Cluedo meetings were open to all employees, with six to 15 people typically attending. They were deliberately short -- 60 minutes maximum. Recalls COO Christian Crowden, “We wanted to have this open and participative approach. It was important to make sure that if people did not agree or didn’t understand why they were in a project or they were reallocated, they could always come up and ask.”
How well did this system work? AdNovum grew strongly over the next five years and gained a strong reputation for responsiveness, at least in part due to their innovative staffing model.
But the story doesn’t end there.
In 2007 Arn sold the company to IHAG Holding AG. Ruedi Wipf (CEO), Crowden (COO) and four colleagues took over leadership of the company while Arn moved on.
From a team of 45 people in 2002, the company now has 240 people in four locations. In a typical year, there are 60–70 customer projects, as well as 20–25 internal projects running at the same time. The company’s staffing challenges have grown considerably and the model has moved on accordingly.
Crowden reflects on the years since Arn’s departure: “The model had to evolve. It’s interesting, the company has now grown considerably, and it doesn’t work anymore in that flat structure where everybody applies for everything.”
How has the project planning system changed? The principles are the same, but the day-to-day processes are somewhat less market-like, less openly competitive. It has also become more structured, with sophisticated software tools to make things run more smoothly.
The focal point is still the Cluedo meeting. The provisional plans are made using software tools, with 10 project managers putting together the day-to-day schedule. Then, in the meeting they discuss the subjective aspects -- who is working with whom, who has asked to be moved.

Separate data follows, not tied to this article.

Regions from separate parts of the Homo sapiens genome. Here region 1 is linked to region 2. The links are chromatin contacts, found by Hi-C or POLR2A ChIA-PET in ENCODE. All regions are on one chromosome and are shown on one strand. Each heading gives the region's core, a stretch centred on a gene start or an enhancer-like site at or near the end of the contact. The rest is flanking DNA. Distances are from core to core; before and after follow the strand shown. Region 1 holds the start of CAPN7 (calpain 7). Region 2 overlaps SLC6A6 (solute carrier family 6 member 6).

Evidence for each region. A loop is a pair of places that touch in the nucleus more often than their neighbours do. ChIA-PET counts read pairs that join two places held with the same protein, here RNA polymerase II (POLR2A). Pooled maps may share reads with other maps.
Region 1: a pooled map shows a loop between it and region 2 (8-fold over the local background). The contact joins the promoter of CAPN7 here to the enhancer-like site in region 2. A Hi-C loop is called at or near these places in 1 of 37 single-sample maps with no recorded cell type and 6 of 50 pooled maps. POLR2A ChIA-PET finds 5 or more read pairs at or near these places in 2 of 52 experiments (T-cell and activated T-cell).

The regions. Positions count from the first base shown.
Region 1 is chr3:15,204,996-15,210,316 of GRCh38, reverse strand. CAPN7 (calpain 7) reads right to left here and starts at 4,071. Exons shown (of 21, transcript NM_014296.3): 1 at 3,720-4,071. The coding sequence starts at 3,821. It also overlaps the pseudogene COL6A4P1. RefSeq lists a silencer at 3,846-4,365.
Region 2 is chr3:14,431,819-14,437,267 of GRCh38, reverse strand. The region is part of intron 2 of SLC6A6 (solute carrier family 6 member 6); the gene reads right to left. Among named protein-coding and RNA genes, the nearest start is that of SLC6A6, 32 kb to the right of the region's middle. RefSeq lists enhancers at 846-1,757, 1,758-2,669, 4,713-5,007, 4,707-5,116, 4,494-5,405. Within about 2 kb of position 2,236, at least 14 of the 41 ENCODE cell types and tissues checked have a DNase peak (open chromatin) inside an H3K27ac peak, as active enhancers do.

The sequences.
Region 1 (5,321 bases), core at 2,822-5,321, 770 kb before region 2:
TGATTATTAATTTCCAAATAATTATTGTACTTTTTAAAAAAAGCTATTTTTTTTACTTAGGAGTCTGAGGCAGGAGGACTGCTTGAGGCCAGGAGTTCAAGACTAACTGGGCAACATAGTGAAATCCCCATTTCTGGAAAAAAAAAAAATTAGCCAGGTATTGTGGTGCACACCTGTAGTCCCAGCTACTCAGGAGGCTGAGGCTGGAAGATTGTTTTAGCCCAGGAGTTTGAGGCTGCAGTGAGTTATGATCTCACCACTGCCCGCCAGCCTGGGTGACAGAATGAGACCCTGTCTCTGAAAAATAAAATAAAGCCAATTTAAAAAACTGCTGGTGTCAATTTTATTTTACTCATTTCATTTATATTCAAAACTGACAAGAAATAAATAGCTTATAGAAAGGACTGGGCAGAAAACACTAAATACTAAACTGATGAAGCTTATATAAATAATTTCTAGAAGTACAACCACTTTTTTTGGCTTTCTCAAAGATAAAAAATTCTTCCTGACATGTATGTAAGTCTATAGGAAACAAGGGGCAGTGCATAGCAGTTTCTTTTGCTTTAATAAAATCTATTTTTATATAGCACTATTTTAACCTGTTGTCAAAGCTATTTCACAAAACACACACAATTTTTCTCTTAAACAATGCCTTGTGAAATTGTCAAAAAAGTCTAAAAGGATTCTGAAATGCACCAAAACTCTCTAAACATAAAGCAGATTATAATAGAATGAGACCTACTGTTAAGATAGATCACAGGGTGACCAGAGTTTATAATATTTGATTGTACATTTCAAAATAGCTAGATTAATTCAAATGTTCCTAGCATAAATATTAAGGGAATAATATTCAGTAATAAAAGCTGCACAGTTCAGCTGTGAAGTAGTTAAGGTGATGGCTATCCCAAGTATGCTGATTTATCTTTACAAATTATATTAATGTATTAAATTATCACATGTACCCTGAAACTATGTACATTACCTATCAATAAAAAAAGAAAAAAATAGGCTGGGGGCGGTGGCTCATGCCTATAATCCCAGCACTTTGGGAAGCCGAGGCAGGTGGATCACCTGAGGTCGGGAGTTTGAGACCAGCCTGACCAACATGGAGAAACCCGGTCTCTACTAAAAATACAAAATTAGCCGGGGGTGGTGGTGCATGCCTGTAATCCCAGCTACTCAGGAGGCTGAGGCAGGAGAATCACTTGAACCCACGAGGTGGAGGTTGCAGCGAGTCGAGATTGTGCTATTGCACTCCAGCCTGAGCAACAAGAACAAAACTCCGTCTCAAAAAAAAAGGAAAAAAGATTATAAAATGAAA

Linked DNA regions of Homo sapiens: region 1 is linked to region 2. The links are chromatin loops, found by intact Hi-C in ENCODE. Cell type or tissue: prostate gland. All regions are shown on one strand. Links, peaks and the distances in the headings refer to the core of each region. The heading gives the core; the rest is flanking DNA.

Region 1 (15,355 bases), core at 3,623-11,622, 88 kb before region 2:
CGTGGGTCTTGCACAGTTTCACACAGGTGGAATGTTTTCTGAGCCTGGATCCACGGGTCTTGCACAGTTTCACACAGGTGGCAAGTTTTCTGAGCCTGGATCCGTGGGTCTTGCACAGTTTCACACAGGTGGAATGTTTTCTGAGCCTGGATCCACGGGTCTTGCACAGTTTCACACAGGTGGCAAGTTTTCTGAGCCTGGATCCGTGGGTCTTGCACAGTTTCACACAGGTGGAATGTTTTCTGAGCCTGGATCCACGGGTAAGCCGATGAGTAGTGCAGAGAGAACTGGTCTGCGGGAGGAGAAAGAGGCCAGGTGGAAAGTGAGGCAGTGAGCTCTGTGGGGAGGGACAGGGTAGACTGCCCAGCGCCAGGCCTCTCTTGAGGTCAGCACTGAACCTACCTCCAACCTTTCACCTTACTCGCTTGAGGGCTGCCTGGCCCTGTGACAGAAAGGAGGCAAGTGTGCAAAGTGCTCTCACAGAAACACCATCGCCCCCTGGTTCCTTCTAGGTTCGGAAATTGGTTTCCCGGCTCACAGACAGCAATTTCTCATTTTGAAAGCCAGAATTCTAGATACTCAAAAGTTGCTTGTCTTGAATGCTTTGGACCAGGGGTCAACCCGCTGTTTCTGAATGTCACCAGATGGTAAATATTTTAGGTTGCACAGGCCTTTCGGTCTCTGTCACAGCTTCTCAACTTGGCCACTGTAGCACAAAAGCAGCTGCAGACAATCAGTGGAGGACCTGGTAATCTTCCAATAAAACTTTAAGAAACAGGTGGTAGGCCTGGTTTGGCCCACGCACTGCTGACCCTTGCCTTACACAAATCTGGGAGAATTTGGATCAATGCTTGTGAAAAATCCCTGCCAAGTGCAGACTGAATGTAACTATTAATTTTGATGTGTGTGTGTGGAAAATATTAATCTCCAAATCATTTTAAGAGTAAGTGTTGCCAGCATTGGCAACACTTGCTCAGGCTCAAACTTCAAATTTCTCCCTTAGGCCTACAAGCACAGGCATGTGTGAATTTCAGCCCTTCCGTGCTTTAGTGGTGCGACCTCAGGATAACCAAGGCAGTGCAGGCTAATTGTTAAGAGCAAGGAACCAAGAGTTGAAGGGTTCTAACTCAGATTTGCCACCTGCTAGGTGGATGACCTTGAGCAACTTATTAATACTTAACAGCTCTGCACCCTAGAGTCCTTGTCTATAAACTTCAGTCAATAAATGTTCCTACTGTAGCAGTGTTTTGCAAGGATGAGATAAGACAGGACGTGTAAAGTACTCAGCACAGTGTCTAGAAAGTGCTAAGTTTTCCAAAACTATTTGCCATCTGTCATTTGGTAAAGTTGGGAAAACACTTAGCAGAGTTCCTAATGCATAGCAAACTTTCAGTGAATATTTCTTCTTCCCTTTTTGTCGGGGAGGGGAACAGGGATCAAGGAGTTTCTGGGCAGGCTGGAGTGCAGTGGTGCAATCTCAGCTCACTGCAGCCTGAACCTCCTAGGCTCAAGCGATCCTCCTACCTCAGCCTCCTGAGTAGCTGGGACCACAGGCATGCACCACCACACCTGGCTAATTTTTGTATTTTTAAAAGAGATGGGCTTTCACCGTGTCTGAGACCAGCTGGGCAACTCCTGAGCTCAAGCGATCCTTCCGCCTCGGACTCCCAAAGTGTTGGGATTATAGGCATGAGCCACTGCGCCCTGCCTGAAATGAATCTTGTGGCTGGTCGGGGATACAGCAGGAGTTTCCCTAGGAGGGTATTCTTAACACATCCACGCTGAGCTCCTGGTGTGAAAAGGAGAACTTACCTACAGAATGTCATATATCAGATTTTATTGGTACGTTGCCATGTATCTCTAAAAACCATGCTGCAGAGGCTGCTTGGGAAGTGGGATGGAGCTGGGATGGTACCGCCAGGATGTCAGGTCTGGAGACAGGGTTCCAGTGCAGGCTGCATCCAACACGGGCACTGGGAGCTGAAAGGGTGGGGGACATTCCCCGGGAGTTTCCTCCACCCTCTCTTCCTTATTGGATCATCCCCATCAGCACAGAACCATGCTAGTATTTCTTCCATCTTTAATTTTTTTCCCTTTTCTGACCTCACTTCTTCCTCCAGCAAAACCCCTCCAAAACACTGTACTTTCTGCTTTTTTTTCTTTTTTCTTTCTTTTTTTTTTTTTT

Meanwhile, the Facebook-like system has lost its importance and been replaced by a more informal process built around the project managers’ strong personal knowledge of their teams’ motivations and skills.
“There is still a lot of informal communication, with everyone in the company represented by someone in the weekly Cluedo meeting,” says Crowden. “So if someone says, ‘I like to have two or three projects at the same time, otherwise I get bored,’ then that can be arranged.”
The company also has a formal policy of rotating people. It keeps them from getting bored.
The benefits of a hybrid staffing system
As Arn observed, the internal-market model works well in a high-octane environment of skilled and competitive people. But it also has its flaws. Software development teams need “grinders” as well as stars, and the grinders often get a raw deal when their performance is assessed based on objective terms.
Also, linking bonuses too closely to performance-ranking encourages people to focus on a narrow set of behaviors, whereas there are many soft dimensions of performance, from helping colleagues to taking on the messy project no one else wants.
So, little by little, AdNovum softened the edges of its innovative project management model.
The internal-market system now works through a conversation; and that’s really the only way it can work if a firm is trying to coordinate the needs of multiple clients and multiple programmers.
In February, the company introduced a new structure with smaller development pools organized by specialty -- project managers and business analysts are in one pool, the application engineers are in another, and the security and integration engineers are in a third.
“In principle, we are still doing the same thing as in the beginning,” observes Crowden, “but we adapted the Cluedo meeting to our changing needs. The changes we are looking at today may allow us to return to our roots with an internal market but on a new level and based on eight years of experience.”